Monique Rodriguez, self-made millionaire and founder of Mielle Organics, founded her natural hair care brand in the wake of losing her son at eight months of pregnancy. She decided to leave her career as a nurse and pour her energy into her startup which would also enable her to cope with her post-partum depression. That creative outlet that helped her get through the trauma of losing her son has become a multimillion-dollar brand sold in over 100,000 stores across the U.S.
Rodriquez mentions that the best career advice she’s ever received came from her husband who said, “Success, if not owned, is rented — and rent is due everyday. Don’t get complacent, don’t get comfortable, and never feel like you ‘made it.’ Because when you get to that place, there’s always someone trying to take your spot. You have to continue working and striving as if you know [your spot] is not guaranteed.” To read more about Rodriguez’s journey, check out this piece on CNBC.
According to this piece in Fast Company, during 2021 alone, over 5 million new companies were registered in the US alone which is an increase of 23% over the previous year. While some of this increase can be attributed to the impact of the global pandemic, research is suggesting that education is playing a role as well.
While some experts have felt that continuing education is more about “signaling rather than skill development”, this new research is providing evidence that additional years of post-high school education can boost self-employment in high-growth industries. Research goes on to point out that, “for women, education may have an even greater impact on encouraging them to jump into entrepreneurship by increasing their confidence in addition to their skills.”
Education is certainly something we believe in at the Institute! If you (or someone you know) would benefit from our free 12-week entrepreneurship certificate program, go to this page and click the “Join the Waitlist” button. We enroll on a quarterly basis and reach out to those on the notification list in the order that they are there.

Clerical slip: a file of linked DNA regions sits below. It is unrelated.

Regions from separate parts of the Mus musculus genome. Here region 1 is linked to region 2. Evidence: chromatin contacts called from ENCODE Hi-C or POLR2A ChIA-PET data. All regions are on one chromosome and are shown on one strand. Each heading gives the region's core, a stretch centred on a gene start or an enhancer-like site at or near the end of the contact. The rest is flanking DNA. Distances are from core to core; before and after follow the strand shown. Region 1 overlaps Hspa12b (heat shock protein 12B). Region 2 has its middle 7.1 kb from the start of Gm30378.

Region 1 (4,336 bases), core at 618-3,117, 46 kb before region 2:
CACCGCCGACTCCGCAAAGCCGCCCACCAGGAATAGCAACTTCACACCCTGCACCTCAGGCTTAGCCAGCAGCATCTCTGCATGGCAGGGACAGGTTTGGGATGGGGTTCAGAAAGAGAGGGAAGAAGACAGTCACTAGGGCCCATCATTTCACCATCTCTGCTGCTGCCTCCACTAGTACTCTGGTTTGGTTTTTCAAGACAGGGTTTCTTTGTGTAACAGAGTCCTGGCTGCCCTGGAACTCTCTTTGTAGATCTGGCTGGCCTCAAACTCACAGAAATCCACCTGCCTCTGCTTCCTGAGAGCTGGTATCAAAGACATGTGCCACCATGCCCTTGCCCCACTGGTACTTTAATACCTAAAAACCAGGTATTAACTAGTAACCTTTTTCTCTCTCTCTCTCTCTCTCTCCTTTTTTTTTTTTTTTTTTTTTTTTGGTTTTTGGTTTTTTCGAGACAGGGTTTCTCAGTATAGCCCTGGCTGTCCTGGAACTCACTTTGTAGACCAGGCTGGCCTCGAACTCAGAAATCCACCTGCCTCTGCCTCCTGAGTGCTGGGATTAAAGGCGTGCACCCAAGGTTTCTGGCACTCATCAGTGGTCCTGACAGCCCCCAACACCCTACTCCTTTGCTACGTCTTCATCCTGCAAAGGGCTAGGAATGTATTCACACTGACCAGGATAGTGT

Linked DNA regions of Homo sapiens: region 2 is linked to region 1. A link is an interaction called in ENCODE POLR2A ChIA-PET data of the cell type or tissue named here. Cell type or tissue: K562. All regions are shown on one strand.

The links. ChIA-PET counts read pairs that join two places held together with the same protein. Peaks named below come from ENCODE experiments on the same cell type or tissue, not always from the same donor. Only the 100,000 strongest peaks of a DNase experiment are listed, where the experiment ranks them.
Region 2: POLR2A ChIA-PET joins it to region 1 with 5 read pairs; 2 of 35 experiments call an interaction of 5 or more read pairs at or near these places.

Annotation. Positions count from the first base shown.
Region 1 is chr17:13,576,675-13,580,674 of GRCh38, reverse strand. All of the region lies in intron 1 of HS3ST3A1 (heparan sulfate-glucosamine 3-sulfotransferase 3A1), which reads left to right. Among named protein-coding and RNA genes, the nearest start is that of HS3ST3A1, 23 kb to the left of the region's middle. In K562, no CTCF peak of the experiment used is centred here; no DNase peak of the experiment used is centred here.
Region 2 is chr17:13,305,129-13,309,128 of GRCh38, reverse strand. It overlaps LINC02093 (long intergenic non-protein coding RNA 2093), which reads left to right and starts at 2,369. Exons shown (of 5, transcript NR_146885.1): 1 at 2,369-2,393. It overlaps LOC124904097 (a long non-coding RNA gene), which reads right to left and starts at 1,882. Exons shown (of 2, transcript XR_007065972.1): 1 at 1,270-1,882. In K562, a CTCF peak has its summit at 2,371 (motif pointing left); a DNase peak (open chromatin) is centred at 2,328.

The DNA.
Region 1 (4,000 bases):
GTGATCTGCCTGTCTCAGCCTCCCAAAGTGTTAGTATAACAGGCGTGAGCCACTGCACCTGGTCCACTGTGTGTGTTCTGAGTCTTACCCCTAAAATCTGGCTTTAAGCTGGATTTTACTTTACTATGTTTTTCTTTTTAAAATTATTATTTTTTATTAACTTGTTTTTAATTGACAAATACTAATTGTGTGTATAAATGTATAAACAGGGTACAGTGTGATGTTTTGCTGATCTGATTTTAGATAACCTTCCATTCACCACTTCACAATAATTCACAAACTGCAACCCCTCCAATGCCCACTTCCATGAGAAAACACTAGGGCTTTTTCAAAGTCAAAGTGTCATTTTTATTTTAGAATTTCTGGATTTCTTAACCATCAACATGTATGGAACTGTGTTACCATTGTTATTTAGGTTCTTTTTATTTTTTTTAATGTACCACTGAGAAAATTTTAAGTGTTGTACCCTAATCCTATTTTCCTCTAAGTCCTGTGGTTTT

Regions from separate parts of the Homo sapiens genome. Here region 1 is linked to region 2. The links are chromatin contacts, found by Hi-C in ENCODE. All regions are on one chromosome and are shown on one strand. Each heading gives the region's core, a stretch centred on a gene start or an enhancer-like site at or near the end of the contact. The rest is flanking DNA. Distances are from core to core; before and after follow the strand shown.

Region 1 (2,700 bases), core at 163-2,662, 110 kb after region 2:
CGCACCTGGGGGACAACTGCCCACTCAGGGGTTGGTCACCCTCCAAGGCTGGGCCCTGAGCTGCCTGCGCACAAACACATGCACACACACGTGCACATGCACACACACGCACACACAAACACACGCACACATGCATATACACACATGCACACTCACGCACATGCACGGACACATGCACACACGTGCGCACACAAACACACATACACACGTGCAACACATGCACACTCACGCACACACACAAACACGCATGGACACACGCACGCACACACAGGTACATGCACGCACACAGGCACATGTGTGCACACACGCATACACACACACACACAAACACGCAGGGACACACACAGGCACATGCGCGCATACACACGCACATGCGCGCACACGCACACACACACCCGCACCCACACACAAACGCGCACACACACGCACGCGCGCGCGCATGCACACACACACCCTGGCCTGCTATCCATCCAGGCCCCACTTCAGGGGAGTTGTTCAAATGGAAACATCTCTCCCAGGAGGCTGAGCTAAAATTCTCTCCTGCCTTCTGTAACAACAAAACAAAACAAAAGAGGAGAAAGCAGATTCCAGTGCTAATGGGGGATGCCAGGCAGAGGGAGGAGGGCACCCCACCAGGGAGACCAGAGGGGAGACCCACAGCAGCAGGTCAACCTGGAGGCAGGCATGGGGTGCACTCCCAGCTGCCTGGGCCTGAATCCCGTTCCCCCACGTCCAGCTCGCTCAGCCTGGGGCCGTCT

Researchers from Harvard University; Boston University School of Medicine; Kaiser Permanente; UC Davis; UC San Diego; and Brown University explored the link between optimism and longevity in a 150,000 racially diverse women ages 50–79. Scientists found that women with the most optimism lived 5.4% longer (approximately 4.4 years) than the least optimistic women. Optimistic women were also more likely to achieve “exceptional longevity” which is defined as living to be 90+. One of the most interesting items to note is that these trends were consistent across all racial and ethnic groups of women. So if you are making a resolution for 2023, consider practices that impact your optimistic outlook! To read more about this research, see this link in the National Institute on Aging.
This October 2022 article from Fast Company explores the topic “How To Find A Job That Energizes You Rather Than Drains You”. The author shares that while many people are in situations where they may not have the luxury of being particular about what job they have, if you are fortunate enough to have flexibility in your career path, you should seek tasks in your job that fill you with energy. He goes on to state that finding that energy might not require a radical change, like quitting your job. Instead, it might simply involve a conversation with a manager about ways to change up tasks and projects – or you could look outside your full time job for an activity or side gig that excites you.
In this article from Inc., four separate successful women (Oprah Winfrey, Melinda Gates, Dolly Parton, and Suneera Madhani) all share that their most important piece of advice for being successful was to be yourself. According to the piece, “Giving yourself a surface polish can pay off. But faking it when it comes to core aspects of your personality and background is exhausting and distracting. You’ll never have the energy to make it to the top if you’re frittering it away pretending to be someone you’re not”